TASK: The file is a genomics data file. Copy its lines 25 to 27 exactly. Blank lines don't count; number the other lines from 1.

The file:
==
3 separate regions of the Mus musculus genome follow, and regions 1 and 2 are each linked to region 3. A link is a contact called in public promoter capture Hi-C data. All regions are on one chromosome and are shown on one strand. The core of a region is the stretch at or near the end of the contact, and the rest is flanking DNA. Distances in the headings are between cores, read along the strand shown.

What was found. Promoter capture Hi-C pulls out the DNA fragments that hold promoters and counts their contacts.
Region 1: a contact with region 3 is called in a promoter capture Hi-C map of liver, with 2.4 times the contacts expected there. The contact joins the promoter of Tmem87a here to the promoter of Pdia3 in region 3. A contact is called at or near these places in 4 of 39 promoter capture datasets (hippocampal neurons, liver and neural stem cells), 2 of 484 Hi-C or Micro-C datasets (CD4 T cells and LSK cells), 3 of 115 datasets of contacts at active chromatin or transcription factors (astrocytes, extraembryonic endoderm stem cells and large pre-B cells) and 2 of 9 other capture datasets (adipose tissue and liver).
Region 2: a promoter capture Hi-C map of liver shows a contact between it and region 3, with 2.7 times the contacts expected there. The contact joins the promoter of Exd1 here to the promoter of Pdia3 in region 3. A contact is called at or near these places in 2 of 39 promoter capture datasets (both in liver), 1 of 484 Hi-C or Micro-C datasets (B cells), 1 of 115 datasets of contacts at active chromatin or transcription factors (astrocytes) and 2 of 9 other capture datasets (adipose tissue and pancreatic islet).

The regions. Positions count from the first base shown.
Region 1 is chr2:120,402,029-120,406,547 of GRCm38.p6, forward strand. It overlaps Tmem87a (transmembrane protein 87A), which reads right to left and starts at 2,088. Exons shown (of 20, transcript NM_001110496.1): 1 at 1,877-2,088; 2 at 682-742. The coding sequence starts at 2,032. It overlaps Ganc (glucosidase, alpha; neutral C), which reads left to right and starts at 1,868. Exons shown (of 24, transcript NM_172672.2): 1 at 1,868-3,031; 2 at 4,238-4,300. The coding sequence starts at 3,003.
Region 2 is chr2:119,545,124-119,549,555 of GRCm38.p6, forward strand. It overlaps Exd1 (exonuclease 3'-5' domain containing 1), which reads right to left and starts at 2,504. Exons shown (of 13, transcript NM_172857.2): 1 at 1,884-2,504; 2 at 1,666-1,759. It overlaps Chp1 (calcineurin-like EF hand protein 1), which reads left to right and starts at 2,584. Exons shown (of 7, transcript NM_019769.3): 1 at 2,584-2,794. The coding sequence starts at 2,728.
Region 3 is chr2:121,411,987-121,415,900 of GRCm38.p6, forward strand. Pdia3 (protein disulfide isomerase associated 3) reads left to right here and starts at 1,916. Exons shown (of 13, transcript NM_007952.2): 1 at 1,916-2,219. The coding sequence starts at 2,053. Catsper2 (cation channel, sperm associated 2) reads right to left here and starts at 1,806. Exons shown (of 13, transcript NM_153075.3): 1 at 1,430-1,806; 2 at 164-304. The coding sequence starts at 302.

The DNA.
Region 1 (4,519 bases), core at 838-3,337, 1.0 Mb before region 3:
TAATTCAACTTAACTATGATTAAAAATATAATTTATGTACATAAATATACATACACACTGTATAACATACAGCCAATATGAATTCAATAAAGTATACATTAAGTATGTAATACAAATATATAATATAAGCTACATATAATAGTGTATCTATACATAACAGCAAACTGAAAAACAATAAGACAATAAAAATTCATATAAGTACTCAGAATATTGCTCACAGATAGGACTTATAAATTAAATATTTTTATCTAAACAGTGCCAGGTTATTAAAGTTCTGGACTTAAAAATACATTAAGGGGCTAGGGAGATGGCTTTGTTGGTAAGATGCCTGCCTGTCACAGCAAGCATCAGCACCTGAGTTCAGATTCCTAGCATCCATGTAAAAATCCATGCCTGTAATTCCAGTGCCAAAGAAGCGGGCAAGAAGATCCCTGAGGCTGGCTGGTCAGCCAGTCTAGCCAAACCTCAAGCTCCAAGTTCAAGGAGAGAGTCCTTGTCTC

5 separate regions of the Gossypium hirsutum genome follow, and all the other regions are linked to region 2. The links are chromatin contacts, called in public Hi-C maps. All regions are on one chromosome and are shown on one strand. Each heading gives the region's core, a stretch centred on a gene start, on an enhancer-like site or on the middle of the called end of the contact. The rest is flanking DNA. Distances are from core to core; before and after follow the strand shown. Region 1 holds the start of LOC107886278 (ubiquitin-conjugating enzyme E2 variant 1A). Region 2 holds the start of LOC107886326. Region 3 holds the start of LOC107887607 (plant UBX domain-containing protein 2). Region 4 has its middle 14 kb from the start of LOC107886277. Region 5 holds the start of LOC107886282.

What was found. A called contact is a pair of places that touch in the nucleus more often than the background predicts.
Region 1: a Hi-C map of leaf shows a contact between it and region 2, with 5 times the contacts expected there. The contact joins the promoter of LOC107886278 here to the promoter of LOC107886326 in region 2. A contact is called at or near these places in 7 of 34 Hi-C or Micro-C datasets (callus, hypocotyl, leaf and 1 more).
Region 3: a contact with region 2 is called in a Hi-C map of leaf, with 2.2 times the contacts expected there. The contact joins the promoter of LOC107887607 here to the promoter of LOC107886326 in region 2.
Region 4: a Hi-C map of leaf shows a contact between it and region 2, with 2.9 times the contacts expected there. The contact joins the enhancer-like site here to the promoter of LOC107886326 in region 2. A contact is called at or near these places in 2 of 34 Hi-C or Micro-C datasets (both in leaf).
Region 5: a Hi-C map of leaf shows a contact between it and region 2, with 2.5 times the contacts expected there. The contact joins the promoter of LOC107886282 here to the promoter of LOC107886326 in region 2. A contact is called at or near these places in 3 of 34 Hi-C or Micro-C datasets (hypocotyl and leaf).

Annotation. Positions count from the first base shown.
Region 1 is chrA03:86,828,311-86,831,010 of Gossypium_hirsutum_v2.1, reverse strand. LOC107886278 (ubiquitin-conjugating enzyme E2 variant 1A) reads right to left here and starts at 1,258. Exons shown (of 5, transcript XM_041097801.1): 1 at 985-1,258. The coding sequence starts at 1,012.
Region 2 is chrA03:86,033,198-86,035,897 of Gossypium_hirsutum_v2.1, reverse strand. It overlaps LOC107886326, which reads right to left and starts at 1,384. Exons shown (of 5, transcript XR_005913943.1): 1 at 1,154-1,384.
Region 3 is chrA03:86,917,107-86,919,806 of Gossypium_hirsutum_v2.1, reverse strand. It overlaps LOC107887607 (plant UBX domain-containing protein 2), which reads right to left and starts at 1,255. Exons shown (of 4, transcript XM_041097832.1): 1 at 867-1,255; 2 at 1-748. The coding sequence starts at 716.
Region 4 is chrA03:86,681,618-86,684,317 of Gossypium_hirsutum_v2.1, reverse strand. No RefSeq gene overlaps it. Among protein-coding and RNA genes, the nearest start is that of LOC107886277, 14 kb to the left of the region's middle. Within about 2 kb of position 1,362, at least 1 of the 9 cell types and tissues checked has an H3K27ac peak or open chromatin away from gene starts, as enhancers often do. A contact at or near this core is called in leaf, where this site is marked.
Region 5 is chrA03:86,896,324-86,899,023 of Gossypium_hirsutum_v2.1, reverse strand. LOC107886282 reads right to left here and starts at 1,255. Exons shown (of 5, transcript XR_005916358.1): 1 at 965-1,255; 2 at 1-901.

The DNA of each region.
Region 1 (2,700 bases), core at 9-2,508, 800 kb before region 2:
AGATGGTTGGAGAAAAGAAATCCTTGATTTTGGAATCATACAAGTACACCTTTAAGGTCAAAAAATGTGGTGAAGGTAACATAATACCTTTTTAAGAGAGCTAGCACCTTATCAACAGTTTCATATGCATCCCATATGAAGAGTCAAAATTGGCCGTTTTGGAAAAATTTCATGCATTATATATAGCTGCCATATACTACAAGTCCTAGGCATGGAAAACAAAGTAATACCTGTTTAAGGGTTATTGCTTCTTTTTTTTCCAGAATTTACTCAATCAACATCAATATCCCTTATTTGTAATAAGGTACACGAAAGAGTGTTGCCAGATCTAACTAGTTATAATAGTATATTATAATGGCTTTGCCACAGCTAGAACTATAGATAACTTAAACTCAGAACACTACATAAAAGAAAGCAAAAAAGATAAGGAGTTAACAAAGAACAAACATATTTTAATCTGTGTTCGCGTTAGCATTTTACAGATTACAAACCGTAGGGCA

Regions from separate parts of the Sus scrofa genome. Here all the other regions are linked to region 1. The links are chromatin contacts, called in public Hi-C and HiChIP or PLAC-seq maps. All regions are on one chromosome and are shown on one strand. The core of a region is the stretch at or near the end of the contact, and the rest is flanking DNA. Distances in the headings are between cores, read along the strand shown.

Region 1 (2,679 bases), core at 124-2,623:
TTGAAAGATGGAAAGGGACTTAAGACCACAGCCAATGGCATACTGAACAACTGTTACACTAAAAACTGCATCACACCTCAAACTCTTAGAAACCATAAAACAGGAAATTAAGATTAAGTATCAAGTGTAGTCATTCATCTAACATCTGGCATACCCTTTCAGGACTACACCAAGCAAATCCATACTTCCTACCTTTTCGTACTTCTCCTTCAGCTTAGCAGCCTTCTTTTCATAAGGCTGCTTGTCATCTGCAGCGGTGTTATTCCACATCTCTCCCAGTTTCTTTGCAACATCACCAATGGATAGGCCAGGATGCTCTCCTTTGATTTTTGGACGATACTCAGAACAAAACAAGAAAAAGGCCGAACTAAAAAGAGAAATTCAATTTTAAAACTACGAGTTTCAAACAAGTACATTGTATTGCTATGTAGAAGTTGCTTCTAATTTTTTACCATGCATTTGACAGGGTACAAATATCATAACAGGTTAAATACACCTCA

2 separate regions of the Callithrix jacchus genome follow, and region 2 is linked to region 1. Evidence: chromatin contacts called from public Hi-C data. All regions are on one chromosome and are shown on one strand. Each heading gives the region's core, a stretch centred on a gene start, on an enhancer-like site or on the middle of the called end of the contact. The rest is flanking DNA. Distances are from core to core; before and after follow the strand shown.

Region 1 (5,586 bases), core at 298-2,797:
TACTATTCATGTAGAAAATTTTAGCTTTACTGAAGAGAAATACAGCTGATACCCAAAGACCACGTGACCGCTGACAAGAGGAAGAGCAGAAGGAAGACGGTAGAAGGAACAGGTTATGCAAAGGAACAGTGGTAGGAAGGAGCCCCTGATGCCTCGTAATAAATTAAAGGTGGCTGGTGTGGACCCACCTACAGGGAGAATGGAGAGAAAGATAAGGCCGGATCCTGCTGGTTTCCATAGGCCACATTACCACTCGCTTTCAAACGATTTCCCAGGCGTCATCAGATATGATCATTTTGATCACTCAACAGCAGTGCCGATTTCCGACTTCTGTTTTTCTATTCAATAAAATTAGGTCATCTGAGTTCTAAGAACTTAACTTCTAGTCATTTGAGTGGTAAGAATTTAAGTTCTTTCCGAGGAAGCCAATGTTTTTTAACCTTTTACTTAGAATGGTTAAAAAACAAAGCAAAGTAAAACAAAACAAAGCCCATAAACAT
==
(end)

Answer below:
Region 1 (2,700 bases), core at 9-2,508, 800 kb before region 2:
AGATGGTTGGAGAAAAGAAATCCTTGATTTTGGAATCATACAAGTACACCTTTAAGGTCAAAAAATGTGGTGAAGGTAACATAATACCTTTTTAAGAGAGCTAGCACCTTATCAACAGTTTCATATGCATCCCATATGAAGAGTCAAAATTGGCCGTTTTGGAAAAATTTCATGCATTATATATAGCTGCCATATACTACAAGTCCTAGGCATGGAAAACAAAGTAATACCTGTTTAAGGGTTATTGCTTCTTTTTTTTCCAGAATTTACTCAATCAACATCAATATCCCTTATTTGTAATAAGGTACACGAAAGAGTGTTGCCAGATCTAACTAGTTATAATAGTATATTATAATGGCTTTGCCACAGCTAGAACTATAGATAACTTAAACTCAGAACACTACATAAAAGAAAGCAAAAAAGATAAGGAGTTAACAAAGAACAAACATATTTTAATCTGTGTTCGCGTTAGCATTTTACAGATTACAAACCGTAGGGCA

Regions from separate parts of the Sus scrofa genome. Here all the other regions are linked to region 1. The links are chromatin contacts, called in public Hi-C and HiChIP or PLAC-seq maps. All regions are on one chromosome and are shown on one strand. The core of a region is the stretch at or near the end of the contact, and the rest is flanking DNA. Distances in the headings are between cores, read along the strand shown.